How is it that the United States Ambassador to the United Nations, Susan Rice, blames the attacks on the U.S. Consulate in Libya and the murder of our ambassador Chris Stevens and his aides in the city of Benghazi on a video that’s been making the rounds on YouTube for months when the president of Libya says otherwise?

Libyan President Mohammed el-Megarif said he believes Al Qaeda is responsible for the deadly attack at the U.S. Consulate in Benghazi that killed four Americans and said roughly 50 people have arrested in connection with the violence, according to two broadcast interviews Sunday.

Libyan President comments on U.S. Consulate attack

Megarif, president of the Libyan National Congress, specifically disputed the Obama administration’s position that the attacks on the U.S. Consulate on Tuesday were sparked by an anti-Islamic video on the Internet.

In an interview with NPR, Megarif said foreigners have infiltrated his country over the past few months, which has undergone major changes since the uprising against the late dictator Muammar al-Qaddafi.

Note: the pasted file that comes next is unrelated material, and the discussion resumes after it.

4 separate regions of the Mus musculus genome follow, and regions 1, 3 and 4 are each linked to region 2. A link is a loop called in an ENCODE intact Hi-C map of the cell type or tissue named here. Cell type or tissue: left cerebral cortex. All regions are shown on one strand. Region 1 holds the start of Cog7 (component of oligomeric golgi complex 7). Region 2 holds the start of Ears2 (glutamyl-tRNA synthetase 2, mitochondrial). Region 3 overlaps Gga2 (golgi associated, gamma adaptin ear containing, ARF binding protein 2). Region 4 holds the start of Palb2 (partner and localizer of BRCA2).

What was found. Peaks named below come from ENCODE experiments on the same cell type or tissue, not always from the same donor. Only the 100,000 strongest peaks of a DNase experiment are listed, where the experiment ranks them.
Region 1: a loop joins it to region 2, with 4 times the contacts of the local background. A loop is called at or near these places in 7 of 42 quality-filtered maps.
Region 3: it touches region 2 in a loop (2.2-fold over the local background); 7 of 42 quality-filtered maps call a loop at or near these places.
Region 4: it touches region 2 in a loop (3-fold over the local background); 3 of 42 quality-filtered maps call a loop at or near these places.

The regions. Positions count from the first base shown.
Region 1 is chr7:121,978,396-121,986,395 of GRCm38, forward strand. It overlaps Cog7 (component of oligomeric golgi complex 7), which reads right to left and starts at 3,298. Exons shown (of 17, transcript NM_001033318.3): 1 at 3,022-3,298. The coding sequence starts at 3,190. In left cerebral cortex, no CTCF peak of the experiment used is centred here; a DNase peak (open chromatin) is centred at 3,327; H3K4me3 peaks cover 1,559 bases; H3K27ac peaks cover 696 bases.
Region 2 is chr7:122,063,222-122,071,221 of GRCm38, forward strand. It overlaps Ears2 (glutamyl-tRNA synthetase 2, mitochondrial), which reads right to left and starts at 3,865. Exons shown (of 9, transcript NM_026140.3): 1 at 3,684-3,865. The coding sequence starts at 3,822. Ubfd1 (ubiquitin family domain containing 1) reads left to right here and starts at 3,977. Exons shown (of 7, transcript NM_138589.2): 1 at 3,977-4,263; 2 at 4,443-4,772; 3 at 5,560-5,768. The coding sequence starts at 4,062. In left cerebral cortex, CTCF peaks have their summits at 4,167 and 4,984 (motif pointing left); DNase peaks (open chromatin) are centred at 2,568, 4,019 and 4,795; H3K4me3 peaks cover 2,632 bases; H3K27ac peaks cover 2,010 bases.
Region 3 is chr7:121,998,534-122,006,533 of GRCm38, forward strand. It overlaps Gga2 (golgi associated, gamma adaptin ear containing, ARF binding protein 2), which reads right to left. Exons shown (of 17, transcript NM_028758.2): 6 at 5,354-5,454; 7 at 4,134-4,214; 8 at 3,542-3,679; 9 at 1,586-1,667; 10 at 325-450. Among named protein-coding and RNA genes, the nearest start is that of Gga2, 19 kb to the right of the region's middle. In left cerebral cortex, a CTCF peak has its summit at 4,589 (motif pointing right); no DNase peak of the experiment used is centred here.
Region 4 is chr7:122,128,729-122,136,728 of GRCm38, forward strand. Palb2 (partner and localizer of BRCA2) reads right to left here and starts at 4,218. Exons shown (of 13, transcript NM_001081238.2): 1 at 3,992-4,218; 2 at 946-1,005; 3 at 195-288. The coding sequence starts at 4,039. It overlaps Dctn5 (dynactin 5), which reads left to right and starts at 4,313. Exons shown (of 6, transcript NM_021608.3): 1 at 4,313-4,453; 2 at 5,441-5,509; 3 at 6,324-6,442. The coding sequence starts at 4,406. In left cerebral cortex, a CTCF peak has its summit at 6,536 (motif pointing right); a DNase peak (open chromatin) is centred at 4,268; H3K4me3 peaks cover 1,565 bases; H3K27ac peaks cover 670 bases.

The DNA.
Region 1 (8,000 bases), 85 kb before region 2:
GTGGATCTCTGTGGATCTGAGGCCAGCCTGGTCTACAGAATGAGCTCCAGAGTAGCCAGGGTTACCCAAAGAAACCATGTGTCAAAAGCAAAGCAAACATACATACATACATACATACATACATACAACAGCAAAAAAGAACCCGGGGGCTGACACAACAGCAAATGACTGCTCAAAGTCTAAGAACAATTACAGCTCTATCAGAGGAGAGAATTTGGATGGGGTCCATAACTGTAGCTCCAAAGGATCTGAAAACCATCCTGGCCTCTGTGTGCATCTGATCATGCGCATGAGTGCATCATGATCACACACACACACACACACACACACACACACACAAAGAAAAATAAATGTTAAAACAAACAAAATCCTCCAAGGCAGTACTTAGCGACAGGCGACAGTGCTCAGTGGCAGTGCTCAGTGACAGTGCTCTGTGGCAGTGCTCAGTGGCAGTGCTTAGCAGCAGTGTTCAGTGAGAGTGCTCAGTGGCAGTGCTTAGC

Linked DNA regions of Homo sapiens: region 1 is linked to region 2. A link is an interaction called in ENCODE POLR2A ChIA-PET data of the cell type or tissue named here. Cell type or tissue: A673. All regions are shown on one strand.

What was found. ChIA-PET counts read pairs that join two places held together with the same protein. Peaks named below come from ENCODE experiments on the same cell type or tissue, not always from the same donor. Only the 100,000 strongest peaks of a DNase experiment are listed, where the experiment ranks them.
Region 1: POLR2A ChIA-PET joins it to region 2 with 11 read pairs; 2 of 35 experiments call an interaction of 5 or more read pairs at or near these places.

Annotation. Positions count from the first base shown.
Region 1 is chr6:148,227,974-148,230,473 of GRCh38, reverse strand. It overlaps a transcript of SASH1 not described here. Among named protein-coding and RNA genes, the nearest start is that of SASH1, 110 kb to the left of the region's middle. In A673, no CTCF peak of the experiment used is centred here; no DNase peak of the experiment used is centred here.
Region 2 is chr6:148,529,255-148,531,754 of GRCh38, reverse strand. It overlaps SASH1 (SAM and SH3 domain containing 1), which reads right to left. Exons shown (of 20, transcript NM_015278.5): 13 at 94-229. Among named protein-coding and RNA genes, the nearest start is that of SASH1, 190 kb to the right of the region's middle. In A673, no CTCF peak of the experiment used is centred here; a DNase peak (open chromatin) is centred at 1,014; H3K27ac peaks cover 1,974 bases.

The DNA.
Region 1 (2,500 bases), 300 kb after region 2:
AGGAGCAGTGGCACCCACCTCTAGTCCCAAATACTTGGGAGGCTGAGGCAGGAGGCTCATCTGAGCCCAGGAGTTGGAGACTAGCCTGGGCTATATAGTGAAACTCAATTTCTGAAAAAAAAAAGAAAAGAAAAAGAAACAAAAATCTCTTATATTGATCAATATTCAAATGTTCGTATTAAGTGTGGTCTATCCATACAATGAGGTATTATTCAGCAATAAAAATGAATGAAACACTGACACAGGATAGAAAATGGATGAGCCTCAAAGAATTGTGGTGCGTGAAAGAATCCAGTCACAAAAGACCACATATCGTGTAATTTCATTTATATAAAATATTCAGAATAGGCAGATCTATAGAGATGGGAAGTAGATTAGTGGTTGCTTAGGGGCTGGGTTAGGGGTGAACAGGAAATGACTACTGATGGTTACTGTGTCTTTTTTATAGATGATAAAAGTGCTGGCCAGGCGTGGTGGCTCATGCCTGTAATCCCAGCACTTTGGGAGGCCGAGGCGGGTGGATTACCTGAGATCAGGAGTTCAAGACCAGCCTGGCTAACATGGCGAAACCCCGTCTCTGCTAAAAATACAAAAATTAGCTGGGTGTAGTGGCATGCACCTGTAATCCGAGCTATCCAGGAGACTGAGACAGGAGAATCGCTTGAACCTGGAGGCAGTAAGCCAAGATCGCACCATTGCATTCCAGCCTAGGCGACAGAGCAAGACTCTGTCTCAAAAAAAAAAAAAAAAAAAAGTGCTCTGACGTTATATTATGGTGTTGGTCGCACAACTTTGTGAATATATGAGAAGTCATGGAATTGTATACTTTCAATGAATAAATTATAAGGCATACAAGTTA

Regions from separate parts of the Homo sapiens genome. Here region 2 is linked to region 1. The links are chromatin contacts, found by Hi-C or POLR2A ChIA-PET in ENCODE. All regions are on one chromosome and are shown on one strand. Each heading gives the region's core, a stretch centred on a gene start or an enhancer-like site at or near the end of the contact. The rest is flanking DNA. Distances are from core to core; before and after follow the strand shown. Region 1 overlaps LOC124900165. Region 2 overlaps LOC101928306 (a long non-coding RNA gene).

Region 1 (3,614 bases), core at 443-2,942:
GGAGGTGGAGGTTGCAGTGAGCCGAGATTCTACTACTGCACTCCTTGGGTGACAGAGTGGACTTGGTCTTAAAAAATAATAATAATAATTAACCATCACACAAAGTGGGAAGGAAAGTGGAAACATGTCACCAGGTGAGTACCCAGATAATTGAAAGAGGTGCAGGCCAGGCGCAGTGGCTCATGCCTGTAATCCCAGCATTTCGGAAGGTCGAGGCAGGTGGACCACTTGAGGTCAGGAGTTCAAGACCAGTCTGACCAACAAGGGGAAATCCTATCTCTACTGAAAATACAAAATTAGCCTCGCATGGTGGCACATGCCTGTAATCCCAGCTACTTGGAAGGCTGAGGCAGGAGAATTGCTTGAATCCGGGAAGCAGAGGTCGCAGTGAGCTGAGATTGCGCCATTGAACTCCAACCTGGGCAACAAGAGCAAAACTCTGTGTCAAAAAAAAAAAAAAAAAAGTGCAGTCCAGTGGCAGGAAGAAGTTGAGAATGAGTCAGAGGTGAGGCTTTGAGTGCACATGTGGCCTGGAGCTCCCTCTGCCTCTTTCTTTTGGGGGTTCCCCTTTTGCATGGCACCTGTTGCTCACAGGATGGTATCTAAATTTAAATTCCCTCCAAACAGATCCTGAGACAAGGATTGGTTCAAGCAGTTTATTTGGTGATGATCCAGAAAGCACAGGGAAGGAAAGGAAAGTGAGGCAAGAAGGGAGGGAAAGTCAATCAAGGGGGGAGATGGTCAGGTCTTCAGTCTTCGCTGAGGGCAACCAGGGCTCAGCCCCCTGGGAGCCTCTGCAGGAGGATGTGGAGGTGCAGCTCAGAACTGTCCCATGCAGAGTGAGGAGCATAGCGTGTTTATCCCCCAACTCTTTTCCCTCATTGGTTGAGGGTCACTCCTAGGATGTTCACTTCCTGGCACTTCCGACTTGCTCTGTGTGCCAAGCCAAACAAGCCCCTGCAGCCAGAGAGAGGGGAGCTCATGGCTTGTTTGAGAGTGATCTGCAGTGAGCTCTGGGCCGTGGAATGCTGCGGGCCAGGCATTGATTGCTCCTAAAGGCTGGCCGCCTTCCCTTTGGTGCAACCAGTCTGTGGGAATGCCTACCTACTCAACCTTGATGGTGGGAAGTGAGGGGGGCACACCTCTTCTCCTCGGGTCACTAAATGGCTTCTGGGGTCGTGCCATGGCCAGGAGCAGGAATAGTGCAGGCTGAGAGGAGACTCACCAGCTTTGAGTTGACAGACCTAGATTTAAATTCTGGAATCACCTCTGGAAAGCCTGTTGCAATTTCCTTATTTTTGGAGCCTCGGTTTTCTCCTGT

Why didn’t our intelligence agencies know this? Why weren’t addition security forces in place to address this threat? It isn’t like our nation isn’t hyper-sensitive to threats on the anniversary of the Sept. 11 terrorist attacks.

Megarif says the attackers, who he believes are connected to Al Qaeda, used the protests at the U.S. Consulate as a cover to attack the U.S. Consulate on the anniversary of the Sept. 11, 2001 terrorist attacks.

“We firmly believe that this was a precalculated, preplanned attack that was carried out specifically to attack the U.S. Consulate,” Megarif told NPR.

“Our friend and friend of all Libyans and all residents of Benghazi and we feel very, very, very,” deep sadness, Megarif told NPR.

Megarif said in a separate interview with CBS News that Libyan authorities have arrested about 50 people in connection with the U.S. Consulate attack.

The Americans were killed when attackers fired on the U.S. Consulate with rocket-propelled grenades and set it on fire.

Megarif said on CBS’ “Face the Nation” that “a few” of those who joined in the attack were foreigners, who had entered Libya “from different directions, some of them definitely from Mali and Algeria.”

“The others are affiliates and maybe sympathizers,” Megarif added in the CBS interview.

It’s sad that 11 years after Sept. 11, 2001 our government cannot secure Americans attached to diplomatic missions abroad, especially in the Middle East. With all the Obama Administration boasting about our “improved” reputation in the world and apologies for the U.S. it seems we are no safer abroad; so much for all the tax dollars that have flowed to folks who hate us.

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